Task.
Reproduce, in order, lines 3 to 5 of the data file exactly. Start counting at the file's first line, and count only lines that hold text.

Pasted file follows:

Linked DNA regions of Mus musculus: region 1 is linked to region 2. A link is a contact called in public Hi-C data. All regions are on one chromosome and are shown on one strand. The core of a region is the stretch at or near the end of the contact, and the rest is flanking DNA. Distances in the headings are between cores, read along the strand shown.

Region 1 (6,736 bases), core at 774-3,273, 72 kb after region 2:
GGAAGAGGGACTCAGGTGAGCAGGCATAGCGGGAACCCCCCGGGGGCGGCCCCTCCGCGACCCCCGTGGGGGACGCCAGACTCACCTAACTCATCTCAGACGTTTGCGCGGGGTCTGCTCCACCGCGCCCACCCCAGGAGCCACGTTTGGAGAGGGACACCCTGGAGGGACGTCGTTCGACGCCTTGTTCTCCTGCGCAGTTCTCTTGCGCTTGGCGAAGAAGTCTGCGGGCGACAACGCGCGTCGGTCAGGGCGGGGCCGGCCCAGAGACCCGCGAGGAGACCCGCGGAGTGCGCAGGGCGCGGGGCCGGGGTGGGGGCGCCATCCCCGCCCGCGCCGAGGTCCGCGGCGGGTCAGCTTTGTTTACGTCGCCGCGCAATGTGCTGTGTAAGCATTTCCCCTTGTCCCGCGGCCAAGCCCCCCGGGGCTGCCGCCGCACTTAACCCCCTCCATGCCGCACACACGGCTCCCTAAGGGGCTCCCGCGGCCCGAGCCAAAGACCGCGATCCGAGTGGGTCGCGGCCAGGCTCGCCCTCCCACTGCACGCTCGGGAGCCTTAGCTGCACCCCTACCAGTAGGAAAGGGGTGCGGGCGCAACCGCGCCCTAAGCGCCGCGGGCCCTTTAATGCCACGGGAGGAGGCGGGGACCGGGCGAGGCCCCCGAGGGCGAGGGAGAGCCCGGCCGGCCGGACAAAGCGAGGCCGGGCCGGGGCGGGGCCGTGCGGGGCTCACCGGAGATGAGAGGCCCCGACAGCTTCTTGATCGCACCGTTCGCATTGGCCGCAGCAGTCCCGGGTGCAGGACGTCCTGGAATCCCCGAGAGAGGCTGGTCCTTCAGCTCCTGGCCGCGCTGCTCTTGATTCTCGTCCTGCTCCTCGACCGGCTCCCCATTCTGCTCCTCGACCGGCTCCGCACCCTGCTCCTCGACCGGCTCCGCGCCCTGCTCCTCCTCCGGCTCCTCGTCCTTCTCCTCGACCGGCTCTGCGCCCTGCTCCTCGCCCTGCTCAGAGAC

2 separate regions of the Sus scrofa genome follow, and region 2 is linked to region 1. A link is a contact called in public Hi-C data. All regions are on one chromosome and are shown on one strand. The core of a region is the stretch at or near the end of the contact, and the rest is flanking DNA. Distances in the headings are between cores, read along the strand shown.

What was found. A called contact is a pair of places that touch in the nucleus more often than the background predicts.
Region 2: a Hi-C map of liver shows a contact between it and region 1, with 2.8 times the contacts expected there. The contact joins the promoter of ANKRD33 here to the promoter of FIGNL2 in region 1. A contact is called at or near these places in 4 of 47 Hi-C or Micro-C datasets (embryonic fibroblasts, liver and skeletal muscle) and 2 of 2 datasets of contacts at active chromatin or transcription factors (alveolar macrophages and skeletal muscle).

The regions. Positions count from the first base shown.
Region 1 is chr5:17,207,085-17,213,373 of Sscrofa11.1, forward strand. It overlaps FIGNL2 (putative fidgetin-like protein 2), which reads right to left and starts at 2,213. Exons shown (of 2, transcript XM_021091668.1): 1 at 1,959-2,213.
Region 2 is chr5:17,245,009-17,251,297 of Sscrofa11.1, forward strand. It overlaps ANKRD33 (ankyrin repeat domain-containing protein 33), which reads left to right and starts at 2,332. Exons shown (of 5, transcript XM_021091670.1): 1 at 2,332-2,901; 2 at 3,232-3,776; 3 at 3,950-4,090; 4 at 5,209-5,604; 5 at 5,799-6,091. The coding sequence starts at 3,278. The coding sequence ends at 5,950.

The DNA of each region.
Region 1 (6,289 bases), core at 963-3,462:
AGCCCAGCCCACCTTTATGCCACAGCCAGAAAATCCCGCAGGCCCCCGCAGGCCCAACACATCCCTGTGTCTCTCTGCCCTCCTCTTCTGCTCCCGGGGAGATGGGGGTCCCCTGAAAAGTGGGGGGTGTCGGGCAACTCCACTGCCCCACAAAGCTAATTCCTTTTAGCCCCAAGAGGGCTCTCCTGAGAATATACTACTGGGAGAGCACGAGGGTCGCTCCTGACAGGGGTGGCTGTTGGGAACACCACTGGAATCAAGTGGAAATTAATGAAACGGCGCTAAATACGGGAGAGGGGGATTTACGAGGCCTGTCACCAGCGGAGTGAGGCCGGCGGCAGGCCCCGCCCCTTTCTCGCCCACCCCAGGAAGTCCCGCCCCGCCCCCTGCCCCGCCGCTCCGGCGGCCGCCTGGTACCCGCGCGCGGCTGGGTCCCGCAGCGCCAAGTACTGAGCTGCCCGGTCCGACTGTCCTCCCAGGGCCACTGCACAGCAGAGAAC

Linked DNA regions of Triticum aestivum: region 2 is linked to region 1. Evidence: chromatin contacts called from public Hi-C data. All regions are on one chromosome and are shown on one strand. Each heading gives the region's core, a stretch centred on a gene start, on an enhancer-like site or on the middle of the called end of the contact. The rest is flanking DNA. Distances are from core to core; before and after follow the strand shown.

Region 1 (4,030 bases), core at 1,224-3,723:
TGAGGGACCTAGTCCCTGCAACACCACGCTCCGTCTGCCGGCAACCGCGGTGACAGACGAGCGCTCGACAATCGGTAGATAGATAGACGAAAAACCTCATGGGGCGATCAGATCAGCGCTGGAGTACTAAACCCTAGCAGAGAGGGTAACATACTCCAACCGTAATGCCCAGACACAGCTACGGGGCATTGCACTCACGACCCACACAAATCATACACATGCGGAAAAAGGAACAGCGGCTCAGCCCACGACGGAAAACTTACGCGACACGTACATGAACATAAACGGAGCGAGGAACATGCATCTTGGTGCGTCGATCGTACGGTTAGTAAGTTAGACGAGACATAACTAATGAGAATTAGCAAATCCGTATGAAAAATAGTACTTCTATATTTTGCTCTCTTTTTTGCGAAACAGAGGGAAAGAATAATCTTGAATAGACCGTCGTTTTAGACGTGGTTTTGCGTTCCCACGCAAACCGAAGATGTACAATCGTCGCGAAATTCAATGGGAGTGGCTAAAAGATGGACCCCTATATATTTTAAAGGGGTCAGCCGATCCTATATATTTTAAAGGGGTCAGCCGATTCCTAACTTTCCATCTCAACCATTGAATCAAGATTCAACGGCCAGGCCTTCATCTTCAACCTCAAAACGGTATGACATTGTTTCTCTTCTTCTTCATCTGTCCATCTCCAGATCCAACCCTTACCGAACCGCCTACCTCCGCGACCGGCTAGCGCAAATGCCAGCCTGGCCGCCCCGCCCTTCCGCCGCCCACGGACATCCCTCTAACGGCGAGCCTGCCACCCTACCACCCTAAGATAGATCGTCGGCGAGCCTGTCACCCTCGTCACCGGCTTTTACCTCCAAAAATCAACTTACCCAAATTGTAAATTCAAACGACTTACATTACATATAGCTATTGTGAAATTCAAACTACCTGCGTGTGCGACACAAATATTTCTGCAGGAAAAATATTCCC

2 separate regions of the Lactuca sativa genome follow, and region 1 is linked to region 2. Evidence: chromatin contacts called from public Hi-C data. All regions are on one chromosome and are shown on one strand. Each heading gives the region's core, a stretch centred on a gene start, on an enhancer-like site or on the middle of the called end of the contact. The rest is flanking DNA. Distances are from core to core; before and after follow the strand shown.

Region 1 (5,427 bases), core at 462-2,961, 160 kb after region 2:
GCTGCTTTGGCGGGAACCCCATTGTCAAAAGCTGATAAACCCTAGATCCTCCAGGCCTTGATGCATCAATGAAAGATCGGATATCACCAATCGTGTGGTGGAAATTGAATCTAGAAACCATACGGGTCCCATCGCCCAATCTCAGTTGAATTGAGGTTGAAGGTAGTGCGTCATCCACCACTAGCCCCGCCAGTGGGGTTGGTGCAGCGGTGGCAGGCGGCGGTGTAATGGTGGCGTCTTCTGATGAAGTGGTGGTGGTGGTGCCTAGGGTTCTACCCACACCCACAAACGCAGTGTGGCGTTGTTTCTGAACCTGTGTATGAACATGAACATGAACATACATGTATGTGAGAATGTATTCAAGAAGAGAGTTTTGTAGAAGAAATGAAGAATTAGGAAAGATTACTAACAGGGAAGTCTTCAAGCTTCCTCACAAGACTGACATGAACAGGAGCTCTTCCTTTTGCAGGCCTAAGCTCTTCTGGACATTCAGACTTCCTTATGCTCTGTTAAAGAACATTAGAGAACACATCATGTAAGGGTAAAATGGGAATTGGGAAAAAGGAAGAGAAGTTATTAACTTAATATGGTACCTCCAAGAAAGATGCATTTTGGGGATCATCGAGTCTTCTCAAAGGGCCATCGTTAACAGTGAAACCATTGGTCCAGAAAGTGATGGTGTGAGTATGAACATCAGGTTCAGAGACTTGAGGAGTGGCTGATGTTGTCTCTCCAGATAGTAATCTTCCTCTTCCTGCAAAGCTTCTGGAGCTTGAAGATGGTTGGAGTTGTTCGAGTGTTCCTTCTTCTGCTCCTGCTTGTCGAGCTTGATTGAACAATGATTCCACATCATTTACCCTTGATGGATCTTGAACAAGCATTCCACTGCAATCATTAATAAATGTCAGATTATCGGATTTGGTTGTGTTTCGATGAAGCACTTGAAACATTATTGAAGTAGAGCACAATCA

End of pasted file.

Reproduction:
GGAAGAGGGACTCAGGTGAGCAGGCATAGCGGGAACCCCCCGGGGGCGGCCCCTCCGCGACCCCCGTGGGGGACGCCAGACTCACCTAACTCATCTCAGACGTTTGCGCGGGGTCTGCTCCACCGCGCCCACCCCAGGAGCCACGTTTGGAGAGGGACACCCTGGAGGGACGTCGTTCGACGCCTTGTTCTCCTGCGCAGTTCTCTTGCGCTTGGCGAAGAAGTCTGCGGGCGACAACGCGCGTCGGTCAGGGCGGGGCCGGCCCAGAGACCCGCGAGGAGACCCGCGGAGTGCGCAGGGCGCGGGGCCGGGGTGGGGGCGCCATCCCCGCCCGCGCCGAGGTCCGCGGCGGGTCAGCTTTGTTTACGTCGCCGCGCAATGTGCTGTGTAAGCATTTCCCCTTGTCCCGCGGCCAAGCCCCCCGGGGCTGCCGCCGCACTTAACCCCCTCCATGCCGCACACACGGCTCCCTAAGGGGCTCCCGCGGCCCGAGCCAAAGACCGCGATCCGAGTGGGTCGCGGCCAGGCTCGCCCTCCCACTGCACGCTCGGGAGCCTTAGCTGCACCCCTACCAGTAGGAAAGGGGTGCGGGCGCAACCGCGCCCTAAGCGCCGCGGGCCCTTTAATGCCACGGGAGGAGGCGGGGACCGGGCGAGGCCCCCGAGGGCGAGGGAGAGCCCGGCCGGCCGGACAAAGCGAGGCCGGGCCGGGGCGGGGCCGTGCGGGGCTCACCGGAGATGAGAGGCCCCGACAGCTTCTTGATCGCACCGTTCGCATTGGCCGCAGCAGTCCCGGGTGCAGGACGTCCTGGAATCCCCGAGAGAGGCTGGTCCTTCAGCTCCTGGCCGCGCTGCTCTTGATTCTCGTCCTGCTCCTCGACCGGCTCCCCATTCTGCTCCTCGACCGGCTCCGCACCCTGCTCCTCGACCGGCTCCGCGCCCTGCTCCTCCTCCGGCTCCTCGTCCTTCTCCTCGACCGGCTCTGCGCCCTGCTCCTCGCCCTGCTCAGAGAC

2 separate regions of the Sus scrofa genome follow, and region 2 is linked to region 1. A link is a contact called in public Hi-C data. All regions are on one chromosome and are shown on one strand. The core of a region is the stretch at or near the end of the contact, and the rest is flanking DNA. Distances in the headings are between cores, read along the strand shown.

What was found. A called contact is a pair of places that touch in the nucleus more often than the background predicts.